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Greece has fared better than richer countries during the pandemic due to investments in health infrastructure and an early border closure, the country’s prime minister said on Tuesday.
The EU member state has managed to avoid the full effect of the first wave of the pandemic, Kyriakos Mitsotakis told an online health security conference.
He admitted that it was not possible to avoid the impact of the second outbreak. “Yet the government has invested in its national health system and has fared better than richer countries,” he said.
Mitsotakis noted that the delays in the vaccination rollout were due “at EU level”, but added that he felt “proud that the EU has managed to procure vaccines on behalf of all its states. members “.
He said Greece’s financial crisis over the past decade has made the country more resilient. “Greece has been through a lot in previous years, but our democracy has emerged stronger. “
The prime minister added that Greece had a plan for the safe reopening of its tourism sector, using self-diagnostic tests and digital vaccination certificates.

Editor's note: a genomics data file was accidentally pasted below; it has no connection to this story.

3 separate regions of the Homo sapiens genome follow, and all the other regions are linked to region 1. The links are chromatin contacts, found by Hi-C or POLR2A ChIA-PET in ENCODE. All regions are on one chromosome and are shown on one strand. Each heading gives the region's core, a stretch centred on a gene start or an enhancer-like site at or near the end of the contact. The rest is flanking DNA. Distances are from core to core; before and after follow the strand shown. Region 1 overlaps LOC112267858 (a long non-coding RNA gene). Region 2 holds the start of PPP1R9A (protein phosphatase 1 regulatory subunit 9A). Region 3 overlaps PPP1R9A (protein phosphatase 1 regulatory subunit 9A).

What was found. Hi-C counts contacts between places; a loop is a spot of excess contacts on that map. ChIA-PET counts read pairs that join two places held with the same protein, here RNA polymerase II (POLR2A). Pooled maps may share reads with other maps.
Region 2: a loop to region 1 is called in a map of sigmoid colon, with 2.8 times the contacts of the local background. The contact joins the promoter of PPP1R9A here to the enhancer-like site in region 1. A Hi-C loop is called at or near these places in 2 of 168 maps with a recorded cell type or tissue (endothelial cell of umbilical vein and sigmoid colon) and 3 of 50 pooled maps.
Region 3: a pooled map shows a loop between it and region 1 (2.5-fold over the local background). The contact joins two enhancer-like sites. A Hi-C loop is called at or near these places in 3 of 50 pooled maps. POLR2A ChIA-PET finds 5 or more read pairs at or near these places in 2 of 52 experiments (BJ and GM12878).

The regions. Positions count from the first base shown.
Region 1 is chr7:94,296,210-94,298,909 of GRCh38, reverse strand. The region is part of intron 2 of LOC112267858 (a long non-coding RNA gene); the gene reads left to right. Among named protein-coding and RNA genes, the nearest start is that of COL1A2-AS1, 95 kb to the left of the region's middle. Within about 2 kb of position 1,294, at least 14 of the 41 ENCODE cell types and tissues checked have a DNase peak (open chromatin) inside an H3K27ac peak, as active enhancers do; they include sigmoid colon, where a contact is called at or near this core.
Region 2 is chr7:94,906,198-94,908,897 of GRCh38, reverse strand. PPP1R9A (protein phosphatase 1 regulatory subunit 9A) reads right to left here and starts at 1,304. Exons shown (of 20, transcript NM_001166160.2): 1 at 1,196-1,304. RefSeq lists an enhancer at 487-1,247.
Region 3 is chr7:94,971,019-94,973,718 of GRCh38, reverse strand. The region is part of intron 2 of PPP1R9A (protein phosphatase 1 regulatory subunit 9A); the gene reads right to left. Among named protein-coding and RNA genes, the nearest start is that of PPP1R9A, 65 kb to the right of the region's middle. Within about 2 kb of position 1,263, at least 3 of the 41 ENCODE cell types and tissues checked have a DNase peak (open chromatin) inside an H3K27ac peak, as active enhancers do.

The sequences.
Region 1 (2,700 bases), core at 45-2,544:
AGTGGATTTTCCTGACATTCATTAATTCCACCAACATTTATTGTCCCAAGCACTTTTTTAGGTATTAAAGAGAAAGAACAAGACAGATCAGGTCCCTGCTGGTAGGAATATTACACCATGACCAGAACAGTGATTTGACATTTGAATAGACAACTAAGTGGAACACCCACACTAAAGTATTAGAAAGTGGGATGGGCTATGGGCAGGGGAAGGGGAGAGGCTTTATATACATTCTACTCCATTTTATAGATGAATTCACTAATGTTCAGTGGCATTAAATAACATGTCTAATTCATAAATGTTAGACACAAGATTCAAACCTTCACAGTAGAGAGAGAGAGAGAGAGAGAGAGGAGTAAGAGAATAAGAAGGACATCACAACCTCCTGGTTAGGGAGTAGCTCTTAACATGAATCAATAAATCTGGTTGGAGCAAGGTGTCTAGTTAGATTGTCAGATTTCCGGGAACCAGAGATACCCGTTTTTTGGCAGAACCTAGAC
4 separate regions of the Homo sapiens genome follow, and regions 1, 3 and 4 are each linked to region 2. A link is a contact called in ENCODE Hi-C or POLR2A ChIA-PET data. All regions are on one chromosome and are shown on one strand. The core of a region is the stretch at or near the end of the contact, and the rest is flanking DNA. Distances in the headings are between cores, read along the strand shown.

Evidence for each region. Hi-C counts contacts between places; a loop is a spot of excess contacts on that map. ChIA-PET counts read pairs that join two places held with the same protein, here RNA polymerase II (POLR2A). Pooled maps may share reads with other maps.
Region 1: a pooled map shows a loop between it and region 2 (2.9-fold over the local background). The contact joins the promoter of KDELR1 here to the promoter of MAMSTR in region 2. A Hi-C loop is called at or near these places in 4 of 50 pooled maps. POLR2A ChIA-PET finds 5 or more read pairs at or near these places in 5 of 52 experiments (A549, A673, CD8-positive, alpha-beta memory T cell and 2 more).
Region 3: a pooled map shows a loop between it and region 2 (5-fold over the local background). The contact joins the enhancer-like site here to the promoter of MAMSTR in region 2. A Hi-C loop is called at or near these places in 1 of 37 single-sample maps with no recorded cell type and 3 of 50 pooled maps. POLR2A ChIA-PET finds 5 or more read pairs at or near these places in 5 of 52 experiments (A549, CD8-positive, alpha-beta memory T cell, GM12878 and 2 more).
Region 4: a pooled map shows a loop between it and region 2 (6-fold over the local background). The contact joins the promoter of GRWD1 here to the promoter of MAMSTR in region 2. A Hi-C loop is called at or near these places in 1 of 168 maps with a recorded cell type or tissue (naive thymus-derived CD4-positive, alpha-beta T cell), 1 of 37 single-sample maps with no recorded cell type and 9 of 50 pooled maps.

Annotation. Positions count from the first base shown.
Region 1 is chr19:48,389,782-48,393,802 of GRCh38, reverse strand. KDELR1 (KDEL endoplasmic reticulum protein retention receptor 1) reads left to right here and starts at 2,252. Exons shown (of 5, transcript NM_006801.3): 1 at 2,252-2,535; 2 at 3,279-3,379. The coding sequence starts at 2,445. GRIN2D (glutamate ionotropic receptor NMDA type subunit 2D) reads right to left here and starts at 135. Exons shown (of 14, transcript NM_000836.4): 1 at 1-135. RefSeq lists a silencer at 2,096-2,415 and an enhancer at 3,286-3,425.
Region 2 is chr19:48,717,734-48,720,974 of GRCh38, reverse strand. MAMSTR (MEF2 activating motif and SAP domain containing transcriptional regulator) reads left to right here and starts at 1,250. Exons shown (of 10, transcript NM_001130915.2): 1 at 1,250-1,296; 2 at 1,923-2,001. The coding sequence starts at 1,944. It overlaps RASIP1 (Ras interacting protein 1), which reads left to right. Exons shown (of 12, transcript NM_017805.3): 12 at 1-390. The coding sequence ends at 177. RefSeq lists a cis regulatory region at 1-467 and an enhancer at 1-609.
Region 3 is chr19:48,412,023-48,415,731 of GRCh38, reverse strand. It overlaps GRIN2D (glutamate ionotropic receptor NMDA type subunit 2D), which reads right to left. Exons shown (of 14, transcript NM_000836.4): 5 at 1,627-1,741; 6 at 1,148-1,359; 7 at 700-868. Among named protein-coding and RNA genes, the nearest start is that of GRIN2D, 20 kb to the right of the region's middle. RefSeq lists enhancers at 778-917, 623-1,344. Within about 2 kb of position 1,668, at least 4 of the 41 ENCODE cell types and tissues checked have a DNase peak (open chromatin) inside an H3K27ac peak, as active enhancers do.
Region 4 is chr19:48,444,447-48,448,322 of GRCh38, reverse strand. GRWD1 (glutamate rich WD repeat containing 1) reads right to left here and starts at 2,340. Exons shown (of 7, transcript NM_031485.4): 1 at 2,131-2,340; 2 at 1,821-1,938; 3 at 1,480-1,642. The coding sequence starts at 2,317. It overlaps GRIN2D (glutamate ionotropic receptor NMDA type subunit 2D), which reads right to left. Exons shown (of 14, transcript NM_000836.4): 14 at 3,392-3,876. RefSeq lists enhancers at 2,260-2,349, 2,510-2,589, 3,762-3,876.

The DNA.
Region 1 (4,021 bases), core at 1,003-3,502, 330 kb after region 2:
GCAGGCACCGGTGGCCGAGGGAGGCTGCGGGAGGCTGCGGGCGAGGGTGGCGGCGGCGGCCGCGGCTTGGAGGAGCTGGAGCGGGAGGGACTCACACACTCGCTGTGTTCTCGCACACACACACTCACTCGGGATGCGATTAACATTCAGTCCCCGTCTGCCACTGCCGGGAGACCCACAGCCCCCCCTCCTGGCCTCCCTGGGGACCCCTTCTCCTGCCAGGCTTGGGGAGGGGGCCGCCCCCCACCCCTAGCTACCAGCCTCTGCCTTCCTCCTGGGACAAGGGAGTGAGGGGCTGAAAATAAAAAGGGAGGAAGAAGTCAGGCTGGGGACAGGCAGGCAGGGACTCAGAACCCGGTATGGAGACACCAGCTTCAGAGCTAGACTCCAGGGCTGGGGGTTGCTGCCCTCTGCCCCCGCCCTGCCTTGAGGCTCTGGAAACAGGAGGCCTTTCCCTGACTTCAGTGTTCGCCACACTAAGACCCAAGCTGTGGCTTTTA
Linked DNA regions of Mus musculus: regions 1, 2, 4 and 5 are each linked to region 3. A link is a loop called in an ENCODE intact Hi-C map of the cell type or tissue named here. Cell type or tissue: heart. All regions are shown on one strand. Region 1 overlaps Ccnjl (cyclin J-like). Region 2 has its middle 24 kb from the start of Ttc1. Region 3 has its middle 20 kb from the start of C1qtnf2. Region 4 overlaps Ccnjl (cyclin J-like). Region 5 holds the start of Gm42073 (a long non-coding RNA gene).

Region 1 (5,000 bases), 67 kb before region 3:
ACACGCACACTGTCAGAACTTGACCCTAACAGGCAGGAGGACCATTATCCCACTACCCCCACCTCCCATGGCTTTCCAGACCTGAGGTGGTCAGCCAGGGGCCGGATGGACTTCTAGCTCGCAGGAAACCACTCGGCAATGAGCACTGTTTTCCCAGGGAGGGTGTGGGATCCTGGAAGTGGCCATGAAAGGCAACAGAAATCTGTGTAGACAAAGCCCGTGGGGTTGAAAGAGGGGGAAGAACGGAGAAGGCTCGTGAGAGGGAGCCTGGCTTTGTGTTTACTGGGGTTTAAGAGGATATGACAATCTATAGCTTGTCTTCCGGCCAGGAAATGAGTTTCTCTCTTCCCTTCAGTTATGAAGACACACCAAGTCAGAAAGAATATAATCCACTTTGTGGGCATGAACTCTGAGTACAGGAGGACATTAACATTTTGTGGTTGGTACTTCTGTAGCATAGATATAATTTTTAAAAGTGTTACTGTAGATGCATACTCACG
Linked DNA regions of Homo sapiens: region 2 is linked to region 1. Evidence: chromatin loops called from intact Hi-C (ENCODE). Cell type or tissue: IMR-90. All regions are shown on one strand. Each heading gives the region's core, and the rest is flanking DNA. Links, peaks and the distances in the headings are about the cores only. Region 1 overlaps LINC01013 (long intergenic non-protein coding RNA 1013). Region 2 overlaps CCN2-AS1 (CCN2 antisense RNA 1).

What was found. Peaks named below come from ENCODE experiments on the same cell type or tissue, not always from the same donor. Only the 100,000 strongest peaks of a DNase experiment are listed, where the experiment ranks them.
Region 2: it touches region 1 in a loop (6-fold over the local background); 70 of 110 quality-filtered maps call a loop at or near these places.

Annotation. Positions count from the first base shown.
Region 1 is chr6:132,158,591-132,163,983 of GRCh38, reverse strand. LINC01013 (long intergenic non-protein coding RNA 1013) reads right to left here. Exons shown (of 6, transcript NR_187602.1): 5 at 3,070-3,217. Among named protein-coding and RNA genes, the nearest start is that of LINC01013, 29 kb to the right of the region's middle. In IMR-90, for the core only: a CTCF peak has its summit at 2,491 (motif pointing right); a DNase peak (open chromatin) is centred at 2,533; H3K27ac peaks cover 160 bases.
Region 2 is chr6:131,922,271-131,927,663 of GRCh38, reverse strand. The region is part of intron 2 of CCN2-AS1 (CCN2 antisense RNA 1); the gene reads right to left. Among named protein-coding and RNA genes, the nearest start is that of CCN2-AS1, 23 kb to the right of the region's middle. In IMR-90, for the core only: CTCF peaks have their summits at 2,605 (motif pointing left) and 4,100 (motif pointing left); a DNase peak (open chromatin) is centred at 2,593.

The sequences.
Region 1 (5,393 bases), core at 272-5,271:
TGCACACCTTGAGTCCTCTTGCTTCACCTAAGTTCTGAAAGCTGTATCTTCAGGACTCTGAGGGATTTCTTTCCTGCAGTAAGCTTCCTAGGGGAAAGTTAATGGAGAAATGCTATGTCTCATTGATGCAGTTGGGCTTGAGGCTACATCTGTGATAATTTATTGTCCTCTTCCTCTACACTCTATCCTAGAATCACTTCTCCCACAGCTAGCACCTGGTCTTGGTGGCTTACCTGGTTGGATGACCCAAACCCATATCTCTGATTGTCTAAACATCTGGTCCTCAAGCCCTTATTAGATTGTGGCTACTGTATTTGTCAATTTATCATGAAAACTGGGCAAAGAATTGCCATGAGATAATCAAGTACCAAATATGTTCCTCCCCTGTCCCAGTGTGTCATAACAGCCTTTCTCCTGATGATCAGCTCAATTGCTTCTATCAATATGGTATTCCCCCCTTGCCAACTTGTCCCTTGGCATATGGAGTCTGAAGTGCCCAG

The country’s parliament on Tuesday passed a bill introducing a digital Covid-19 certificate by a large majority.
Greece recorded 1,339 new infections on the same day, according to the National Public Health Organization.
Since the start of the pandemic, Greece has recorded more than 400,000 infections and recorded more than 12,000 deaths.
The country will soon be included in the UK’s “green list” of destinations where travel is permitted, UK Ambassador Kate Smith told a webinar on tourism.
Greece is now on the “orange list”, which means that the British are not advised to go there.
If they do, passengers must pay for at least three Covid-19 tests – before they fly, and two and eight days after – and must quarantine themselves upon their return for 10 days, unless they also pay. a fourth test to get out earlier.